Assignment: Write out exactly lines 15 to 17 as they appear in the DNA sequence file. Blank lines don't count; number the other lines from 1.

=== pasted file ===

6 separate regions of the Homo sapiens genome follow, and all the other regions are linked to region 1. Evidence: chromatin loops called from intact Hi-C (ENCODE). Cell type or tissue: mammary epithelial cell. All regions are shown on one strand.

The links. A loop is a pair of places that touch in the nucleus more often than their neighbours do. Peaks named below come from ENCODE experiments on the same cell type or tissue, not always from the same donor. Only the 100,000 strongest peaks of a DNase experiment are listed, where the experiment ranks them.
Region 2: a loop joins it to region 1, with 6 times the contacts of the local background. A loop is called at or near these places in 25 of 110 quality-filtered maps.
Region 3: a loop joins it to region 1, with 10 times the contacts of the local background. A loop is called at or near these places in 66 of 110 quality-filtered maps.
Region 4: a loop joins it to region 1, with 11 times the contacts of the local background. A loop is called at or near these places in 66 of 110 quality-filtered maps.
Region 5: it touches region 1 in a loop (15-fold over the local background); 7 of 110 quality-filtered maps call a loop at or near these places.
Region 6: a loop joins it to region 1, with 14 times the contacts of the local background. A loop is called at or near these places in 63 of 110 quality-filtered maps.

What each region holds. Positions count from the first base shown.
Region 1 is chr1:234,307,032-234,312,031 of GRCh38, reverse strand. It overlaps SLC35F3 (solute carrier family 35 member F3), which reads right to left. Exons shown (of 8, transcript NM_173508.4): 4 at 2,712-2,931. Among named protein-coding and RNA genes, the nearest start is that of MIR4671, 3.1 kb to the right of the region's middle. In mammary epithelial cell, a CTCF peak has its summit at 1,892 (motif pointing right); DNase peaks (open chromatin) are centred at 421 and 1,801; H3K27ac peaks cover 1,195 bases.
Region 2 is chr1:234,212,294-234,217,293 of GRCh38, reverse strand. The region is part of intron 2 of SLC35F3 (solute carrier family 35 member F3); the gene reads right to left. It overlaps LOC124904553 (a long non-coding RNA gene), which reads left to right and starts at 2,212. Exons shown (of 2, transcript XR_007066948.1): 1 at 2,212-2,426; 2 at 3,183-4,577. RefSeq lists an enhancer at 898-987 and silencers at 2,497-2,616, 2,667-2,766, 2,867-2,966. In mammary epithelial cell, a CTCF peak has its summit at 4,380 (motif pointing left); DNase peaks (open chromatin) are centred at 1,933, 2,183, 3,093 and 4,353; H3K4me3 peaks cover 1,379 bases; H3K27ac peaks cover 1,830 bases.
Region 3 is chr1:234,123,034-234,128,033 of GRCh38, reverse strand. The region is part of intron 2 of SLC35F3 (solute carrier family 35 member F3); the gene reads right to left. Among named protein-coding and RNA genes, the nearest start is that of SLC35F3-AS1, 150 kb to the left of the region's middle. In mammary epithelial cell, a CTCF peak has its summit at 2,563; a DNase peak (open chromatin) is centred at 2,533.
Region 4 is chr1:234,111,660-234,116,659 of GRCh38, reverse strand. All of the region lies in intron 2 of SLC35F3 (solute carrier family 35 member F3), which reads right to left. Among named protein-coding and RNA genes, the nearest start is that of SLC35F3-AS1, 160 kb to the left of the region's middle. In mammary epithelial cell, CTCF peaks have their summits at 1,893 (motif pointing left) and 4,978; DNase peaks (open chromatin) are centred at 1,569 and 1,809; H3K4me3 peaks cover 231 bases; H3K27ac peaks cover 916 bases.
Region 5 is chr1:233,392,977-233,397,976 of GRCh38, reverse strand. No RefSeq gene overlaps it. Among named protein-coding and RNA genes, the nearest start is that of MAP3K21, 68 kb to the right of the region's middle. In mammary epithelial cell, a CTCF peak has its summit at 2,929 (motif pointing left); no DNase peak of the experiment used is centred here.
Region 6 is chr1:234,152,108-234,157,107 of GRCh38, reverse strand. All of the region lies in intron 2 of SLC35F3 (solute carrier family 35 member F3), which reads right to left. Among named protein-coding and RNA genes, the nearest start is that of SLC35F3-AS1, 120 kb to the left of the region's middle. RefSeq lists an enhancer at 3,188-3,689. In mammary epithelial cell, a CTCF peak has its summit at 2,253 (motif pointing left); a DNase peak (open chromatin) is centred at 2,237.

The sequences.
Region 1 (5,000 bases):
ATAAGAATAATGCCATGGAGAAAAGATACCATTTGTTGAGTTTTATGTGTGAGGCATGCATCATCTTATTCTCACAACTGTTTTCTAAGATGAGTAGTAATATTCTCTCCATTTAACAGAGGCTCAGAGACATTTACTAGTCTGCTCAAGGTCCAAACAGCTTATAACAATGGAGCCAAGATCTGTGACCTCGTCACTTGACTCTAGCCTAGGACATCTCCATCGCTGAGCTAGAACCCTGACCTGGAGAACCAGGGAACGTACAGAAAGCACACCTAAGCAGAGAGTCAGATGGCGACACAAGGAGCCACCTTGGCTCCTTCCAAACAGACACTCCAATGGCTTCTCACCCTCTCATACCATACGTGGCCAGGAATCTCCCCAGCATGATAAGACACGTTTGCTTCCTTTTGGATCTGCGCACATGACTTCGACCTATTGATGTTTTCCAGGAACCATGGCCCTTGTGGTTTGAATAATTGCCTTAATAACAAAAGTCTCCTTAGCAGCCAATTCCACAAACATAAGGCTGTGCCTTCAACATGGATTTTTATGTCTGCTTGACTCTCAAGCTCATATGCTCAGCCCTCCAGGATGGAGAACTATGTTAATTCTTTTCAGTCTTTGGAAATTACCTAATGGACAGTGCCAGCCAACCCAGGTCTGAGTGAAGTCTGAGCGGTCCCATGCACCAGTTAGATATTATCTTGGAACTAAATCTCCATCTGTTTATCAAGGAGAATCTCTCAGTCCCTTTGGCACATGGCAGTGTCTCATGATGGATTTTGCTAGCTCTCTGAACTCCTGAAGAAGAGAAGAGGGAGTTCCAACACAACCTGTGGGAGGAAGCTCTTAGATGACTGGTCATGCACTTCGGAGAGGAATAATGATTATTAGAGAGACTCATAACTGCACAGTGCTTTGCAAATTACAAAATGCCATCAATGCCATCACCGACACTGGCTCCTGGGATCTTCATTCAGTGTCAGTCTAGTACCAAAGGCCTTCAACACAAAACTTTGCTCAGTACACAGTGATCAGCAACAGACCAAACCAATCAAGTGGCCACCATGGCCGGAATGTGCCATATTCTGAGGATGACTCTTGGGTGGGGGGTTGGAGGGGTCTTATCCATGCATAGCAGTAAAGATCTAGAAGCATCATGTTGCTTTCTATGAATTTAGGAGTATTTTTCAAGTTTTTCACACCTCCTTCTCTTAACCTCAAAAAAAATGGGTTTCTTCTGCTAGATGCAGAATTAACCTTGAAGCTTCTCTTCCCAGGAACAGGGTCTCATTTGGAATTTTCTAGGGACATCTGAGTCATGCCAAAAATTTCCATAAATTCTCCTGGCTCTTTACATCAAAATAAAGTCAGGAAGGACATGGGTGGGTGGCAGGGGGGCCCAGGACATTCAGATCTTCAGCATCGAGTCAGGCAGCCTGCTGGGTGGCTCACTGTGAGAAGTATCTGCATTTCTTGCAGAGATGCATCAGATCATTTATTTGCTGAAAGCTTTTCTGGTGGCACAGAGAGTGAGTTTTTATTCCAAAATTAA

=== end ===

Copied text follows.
The sequences.
Region 1 (5,000 bases):
ATAAGAATAATGCCATGGAGAAAAGATACCATTTGTTGAGTTTTATGTGTGAGGCATGCATCATCTTATTCTCACAACTGTTTTCTAAGATGAGTAGTAATATTCTCTCCATTTAACAGAGGCTCAGAGACATTTACTAGTCTGCTCAAGGTCCAAACAGCTTATAACAATGGAGCCAAGATCTGTGACCTCGTCACTTGACTCTAGCCTAGGACATCTCCATCGCTGAGCTAGAACCCTGACCTGGAGAACCAGGGAACGTACAGAAAGCACACCTAAGCAGAGAGTCAGATGGCGACACAAGGAGCCACCTTGGCTCCTTCCAAACAGACACTCCAATGGCTTCTCACCCTCTCATACCATACGTGGCCAGGAATCTCCCCAGCATGATAAGACACGTTTGCTTCCTTTTGGATCTGCGCACATGACTTCGACCTATTGATGTTTTCCAGGAACCATGGCCCTTGTGGTTTGAATAATTGCCTTAATAACAAAAGTCTCCTTAGCAGCCAATTCCACAAACATAAGGCTGTGCCTTCAACATGGATTTTTATGTCTGCTTGACTCTCAAGCTCATATGCTCAGCCCTCCAGGATGGAGAACTATGTTAATTCTTTTCAGTCTTTGGAAATTACCTAATGGACAGTGCCAGCCAACCCAGGTCTGAGTGAAGTCTGAGCGGTCCCATGCACCAGTTAGATATTATCTTGGAACTAAATCTCCATCTGTTTATCAAGGAGAATCTCTCAGTCCCTTTGGCACATGGCAGTGTCTCATGATGGATTTTGCTAGCTCTCTGAACTCCTGAAGAAGAGAAGAGGGAGTTCCAACACAACCTGTGGGAGGAAGCTCTTAGATGACTGGTCATGCACTTCGGAGAGGAATAATGATTATTAGAGAGACTCATAACTGCACAGTGCTTTGCAAATTACAAAATGCCATCAATGCCATCACCGACACTGGCTCCTGGGATCTTCATTCAGTGTCAGTCTAGTACCAAAGGCCTTCAACACAAAACTTTGCTCAGTACACAGTGATCAGCAACAGACCAAACCAATCAAGTGGCCACCATGGCCGGAATGTGCCATATTCTGAGGATGACTCTTGGGTGGGGGGTTGGAGGGGTCTTATCCATGCATAGCAGTAAAGATCTAGAAGCATCATGTTGCTTTCTATGAATTTAGGAGTATTTTTCAAGTTTTTCACACCTCCTTCTCTTAACCTCAAAAAAAATGGGTTTCTTCTGCTAGATGCAGAATTAACCTTGAAGCTTCTCTTCCCAGGAACAGGGTCTCATTTGGAATTTTCTAGGGACATCTGAGTCATGCCAAAAATTTCCATAAATTCTCCTGGCTCTTTACATCAAAATAAAGTCAGGAAGGACATGGGTGGGTGGCAGGGGGGCCCAGGACATTCAGATCTTCAGCATCGAGTCAGGCAGCCTGCTGGGTGGCTCACTGTGAGAAGTATCTGCATTTCTTGCAGAGATGCATCAGATCATTTATTTGCTGAAAGCTTTTCTGGTGGCACAGAGAGTGAGTTTTTATTCCAAAATTAA